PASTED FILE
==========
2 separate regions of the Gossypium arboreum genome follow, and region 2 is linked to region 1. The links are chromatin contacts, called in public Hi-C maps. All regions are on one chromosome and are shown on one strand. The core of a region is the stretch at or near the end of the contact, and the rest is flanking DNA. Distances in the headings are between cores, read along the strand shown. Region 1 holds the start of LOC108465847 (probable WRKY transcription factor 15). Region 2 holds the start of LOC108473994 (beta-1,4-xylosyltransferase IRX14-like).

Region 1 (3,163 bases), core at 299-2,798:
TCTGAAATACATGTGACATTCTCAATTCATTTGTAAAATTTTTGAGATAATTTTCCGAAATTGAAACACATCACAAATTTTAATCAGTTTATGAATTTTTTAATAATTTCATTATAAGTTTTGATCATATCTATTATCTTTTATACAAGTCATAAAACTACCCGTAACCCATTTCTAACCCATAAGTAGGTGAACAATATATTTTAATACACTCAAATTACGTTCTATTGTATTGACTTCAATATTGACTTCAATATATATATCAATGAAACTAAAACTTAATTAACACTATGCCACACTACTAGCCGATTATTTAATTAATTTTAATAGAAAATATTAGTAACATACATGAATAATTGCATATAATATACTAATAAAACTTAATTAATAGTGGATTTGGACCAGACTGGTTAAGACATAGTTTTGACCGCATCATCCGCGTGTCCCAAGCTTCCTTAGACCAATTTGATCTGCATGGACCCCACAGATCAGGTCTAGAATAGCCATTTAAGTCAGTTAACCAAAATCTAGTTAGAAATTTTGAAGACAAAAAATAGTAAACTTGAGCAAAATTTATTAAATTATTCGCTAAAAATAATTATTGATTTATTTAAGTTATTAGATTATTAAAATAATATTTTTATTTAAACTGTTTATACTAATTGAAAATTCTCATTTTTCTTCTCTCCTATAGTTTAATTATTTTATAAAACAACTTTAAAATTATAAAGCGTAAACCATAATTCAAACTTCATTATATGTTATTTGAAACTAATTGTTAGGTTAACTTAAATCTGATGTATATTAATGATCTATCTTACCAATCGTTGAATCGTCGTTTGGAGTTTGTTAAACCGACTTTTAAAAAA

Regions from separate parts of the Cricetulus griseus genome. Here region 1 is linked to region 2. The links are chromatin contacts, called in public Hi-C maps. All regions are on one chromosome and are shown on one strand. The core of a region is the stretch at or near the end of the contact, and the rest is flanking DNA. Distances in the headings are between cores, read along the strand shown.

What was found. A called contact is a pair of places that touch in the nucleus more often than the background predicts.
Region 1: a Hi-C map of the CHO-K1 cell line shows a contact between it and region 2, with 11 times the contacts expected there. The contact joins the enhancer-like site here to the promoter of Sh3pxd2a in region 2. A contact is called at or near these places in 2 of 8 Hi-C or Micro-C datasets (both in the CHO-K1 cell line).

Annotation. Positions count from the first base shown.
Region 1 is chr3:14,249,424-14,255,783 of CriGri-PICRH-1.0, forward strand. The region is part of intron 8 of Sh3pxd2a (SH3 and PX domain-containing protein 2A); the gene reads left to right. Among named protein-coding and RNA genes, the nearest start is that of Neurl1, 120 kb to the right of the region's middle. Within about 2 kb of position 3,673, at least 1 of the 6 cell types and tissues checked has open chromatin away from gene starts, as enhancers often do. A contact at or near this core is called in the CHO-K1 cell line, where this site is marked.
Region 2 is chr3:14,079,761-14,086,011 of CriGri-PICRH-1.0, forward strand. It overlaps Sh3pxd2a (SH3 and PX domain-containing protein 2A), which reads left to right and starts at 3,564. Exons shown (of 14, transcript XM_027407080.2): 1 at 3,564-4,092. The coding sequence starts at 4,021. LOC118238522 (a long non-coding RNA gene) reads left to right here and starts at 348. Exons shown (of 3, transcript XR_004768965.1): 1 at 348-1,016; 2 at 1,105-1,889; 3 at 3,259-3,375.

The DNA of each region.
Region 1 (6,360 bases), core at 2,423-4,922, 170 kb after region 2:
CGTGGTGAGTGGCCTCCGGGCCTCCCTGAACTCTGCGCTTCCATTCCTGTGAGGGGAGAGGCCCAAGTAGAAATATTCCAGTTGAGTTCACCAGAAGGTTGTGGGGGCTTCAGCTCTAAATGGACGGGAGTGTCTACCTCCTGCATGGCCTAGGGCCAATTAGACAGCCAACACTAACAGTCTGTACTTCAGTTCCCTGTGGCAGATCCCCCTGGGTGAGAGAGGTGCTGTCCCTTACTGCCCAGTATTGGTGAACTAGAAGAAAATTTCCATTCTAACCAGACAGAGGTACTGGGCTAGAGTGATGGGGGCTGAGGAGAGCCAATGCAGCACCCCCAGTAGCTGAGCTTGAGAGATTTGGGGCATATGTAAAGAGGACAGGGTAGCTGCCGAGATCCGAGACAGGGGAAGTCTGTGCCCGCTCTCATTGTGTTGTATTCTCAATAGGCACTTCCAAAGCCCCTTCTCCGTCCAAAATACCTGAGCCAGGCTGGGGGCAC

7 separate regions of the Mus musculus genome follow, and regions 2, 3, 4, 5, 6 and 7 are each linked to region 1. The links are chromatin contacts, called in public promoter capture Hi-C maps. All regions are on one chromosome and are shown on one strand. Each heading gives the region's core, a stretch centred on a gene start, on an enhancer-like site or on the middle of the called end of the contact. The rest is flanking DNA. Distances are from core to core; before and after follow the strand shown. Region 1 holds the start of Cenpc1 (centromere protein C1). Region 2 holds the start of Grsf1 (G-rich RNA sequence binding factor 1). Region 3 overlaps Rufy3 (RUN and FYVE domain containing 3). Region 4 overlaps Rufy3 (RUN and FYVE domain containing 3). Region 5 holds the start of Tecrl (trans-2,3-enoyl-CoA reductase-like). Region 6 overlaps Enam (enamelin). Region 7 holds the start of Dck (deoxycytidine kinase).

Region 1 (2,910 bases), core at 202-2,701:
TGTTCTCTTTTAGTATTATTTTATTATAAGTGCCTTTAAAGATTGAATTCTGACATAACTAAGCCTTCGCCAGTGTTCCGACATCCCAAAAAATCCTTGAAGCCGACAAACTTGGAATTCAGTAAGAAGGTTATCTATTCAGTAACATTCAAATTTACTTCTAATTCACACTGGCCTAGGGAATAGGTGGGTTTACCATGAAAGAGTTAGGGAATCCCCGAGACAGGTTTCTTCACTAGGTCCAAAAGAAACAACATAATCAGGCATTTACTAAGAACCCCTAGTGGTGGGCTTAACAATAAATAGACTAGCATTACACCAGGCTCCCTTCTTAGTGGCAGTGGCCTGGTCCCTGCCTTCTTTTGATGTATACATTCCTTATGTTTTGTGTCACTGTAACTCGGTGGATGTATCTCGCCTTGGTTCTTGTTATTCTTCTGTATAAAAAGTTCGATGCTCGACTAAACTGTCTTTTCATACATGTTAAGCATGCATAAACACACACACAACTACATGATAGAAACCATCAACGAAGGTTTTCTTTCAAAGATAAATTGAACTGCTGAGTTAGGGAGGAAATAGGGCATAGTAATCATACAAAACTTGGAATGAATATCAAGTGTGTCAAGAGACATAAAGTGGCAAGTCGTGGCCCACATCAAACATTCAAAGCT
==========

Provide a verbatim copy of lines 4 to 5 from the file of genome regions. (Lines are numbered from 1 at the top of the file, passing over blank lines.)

Regions from separate parts of the Cricetulus griseus genome. Here region 1 is linked to region 2. The links are chromatin contacts, called in public Hi-C maps. All regions are on one chromosome and are shown on one strand. The core of a region is the stretch at or near the end of the contact, and the rest is flanking DNA. Distances in the headings are between cores, read along the strand shown.

What was found. A called contact is a pair of places that touch in the nucleus more often than the background predicts.